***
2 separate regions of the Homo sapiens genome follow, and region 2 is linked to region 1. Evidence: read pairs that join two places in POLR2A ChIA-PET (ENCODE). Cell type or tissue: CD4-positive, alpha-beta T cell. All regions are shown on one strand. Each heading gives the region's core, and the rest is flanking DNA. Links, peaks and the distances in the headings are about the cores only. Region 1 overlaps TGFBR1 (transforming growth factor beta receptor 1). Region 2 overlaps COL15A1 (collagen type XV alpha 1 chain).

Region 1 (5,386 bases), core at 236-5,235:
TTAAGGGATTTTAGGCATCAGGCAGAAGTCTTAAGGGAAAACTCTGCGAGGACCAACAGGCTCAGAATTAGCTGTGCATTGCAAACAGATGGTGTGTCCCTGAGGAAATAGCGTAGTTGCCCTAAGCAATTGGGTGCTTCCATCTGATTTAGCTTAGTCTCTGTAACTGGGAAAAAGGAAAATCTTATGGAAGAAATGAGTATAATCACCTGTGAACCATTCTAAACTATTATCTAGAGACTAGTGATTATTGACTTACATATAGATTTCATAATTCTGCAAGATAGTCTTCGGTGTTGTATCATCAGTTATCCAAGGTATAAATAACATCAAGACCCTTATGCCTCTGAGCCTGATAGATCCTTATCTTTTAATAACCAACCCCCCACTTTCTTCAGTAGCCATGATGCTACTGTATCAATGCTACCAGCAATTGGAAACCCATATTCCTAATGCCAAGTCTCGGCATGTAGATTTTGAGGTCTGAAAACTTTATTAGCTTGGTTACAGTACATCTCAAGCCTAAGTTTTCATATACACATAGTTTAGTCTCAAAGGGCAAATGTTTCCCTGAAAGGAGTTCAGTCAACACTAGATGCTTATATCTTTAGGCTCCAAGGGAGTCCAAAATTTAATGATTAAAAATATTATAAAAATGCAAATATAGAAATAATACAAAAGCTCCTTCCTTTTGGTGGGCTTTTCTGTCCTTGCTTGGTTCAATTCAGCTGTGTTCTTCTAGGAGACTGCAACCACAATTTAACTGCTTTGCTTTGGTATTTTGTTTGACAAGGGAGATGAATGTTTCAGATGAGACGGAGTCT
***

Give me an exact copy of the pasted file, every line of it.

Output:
2 separate regions of the Homo sapiens genome follow, and region 2 is linked to region 1. Evidence: read pairs that join two places in POLR2A ChIA-PET (ENCODE). Cell type or tissue: CD4-positive, alpha-beta T cell. All regions are shown on one strand. Each heading gives the region's core, and the rest is flanking DNA. Links, peaks and the distances in the headings are about the cores only. Region 1 overlaps TGFBR1 (transforming growth factor beta receptor 1). Region 2 overlaps COL15A1 (collagen type XV alpha 1 chain).

Region 1 (5,386 bases), core at 236-5,235:
TTAAGGGATTTTAGGCATCAGGCAGAAGTCTTAAGGGAAAACTCTGCGAGGACCAACAGGCTCAGAATTAGCTGTGCATTGCAAACAGATGGTGTGTCCCTGAGGAAATAGCGTAGTTGCCCTAAGCAATTGGGTGCTTCCATCTGATTTAGCTTAGTCTCTGTAACTGGGAAAAAGGAAAATCTTATGGAAGAAATGAGTATAATCACCTGTGAACCATTCTAAACTATTATCTAGAGACTAGTGATTATTGACTTACATATAGATTTCATAATTCTGCAAGATAGTCTTCGGTGTTGTATCATCAGTTATCCAAGGTATAAATAACATCAAGACCCTTATGCCTCTGAGCCTGATAGATCCTTATCTTTTAATAACCAACCCCCCACTTTCTTCAGTAGCCATGATGCTACTGTATCAATGCTACCAGCAATTGGAAACCCATATTCCTAATGCCAAGTCTCGGCATGTAGATTTTGAGGTCTGAAAACTTTATTAGCTTGGTTACAGTACATCTCAAGCCTAAGTTTTCATATACACATAGTTTAGTCTCAAAGGGCAAATGTTTCCCTGAAAGGAGTTCAGTCAACACTAGATGCTTATATCTTTAGGCTCCAAGGGAGTCCAAAATTTAATGATTAAAAATATTATAAAAATGCAAATATAGAAATAATACAAAAGCTCCTTCCTTTTGGTGGGCTTTTCTGTCCTTGCTTGGTTCAATTCAGCTGTGTTCTTCTAGGAGACTGCAACCACAATTTAACTGCTTTGCTTTGGTATTTTGTTTGACAAGGGAGATGAATGTTTCAGATGAGACGGAGTCT